Going into further research that requiresfurther detail significantly requires more time. Along with time, comesmonetary expense into increased screenings and research, as well as citizen’shealth care benefits and access to insurance. This is where the essentialquestion is asked, what are the opportunity costs, and are those opportunitycosts worth the complexity of the problem at hand?Evidence and Potential SolutionsTo put this dilemma into perspective,Bench to Bedside is also strongly recommending investment in an effort toadvocate for translational research into genetic risk scores and T2DM riskassessment and prevention in the clinical setting. There are several factors toconsider biologically, environmentally, behaviorally, and socio-economically. Environmentalfactors include healthy dietary habits and access to food.
Behavioral andsocio-economic factors include exercise habits, taking action for screening,knowledge of the first sign of symptoms, and having the budget/ability topurchase healthy groceries as well as access to healthcare financially,respectively. Moreover, genetic markers passed through family members andepigenetics play a significant role. Although only one to two percent ofdiabetes cases are monogenic (resulting from mutations in a single gene), ahuge variety of gene variants contribute to an increased risk for T2DM.2Accordingthe WHO, continuation of discovering genetic variants that increase the riskfor diabetes leads to the hypothesis that genetic information beyond familyhistory could enhance current secondary screening methods and improve riskassessment tools3.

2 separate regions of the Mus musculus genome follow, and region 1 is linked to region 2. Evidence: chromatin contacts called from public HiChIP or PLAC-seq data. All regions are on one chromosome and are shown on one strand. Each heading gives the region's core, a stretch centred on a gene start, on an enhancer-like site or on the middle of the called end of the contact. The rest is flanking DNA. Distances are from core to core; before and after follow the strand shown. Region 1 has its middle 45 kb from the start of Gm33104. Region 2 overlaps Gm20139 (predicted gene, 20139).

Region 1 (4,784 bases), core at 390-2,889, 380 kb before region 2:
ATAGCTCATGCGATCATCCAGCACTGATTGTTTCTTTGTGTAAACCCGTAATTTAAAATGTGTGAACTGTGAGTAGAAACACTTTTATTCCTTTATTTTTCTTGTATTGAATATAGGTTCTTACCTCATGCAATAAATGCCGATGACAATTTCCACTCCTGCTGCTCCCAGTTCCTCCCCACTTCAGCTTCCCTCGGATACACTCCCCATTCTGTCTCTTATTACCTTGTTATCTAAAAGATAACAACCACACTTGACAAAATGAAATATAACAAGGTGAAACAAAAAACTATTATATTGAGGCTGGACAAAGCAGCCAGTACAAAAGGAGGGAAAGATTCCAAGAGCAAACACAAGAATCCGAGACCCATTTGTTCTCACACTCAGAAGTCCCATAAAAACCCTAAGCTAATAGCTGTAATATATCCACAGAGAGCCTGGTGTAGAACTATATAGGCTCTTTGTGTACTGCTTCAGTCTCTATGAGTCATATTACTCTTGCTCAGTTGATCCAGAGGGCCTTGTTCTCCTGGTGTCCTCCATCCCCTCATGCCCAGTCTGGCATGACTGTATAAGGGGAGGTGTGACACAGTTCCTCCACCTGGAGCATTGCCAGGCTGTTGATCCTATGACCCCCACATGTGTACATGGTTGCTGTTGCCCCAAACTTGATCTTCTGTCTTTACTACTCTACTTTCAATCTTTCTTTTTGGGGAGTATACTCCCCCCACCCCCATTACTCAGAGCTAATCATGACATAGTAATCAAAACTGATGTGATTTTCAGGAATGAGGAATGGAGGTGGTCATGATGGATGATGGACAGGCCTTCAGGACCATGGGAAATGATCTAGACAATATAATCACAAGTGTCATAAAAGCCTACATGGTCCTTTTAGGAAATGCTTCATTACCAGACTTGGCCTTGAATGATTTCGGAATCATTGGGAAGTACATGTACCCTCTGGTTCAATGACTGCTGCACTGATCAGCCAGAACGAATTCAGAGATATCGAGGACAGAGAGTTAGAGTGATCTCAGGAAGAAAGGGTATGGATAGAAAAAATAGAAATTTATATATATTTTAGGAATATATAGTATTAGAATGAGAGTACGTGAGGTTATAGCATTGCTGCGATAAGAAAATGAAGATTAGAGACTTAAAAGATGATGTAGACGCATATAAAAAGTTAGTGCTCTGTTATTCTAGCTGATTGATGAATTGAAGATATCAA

Therefore, investing time and money can benefitvery largely when keeping in mind the opportunity costs at stake. To explainfurther, opportunity costs include possibly investing more time intodiscovering different genetic variants rather than solely focusing on thetertiary treatment premises, and monetary expenses for the research that couldalso take away from screening methods. By doing this, preventative measures aretaking place to reduce the need for drastic tertiary treatments which couldsave time and money for the patient and their family. Recommendations In light of recommendations, the mostcrucial point to consider is the complexity of whether the system carries outscreening, follow-up, and diagnostic testing the efficiently manage detectedcases of diabetes.3 This can only be done by spreading awareness forpatients and citizens to actively seek screening—especially when they are atrisk because they carry the gene. To argue, investing in research can and willbe categorized as a primary preventative method–in that Bench to Bedside ispreventing citizens from having a high risk of T2DM/discovering they have T2DMwhen it’s far too late by advancing in the discovery of genetic variants in a clinicalsetting as well as working on how to educate citizens on how they, themselves,can practice primary prevention what to do when they notice symptoms. With thatbeing said, the more research efforts put into genetic risk scores andprevention in a clinical setting, the more secondary screening methods can beworked on as well, such as requiring schools and workplaces to conduct abi-annual screening.
In doing this, hundreds of thousands of cases can bedetect earlier.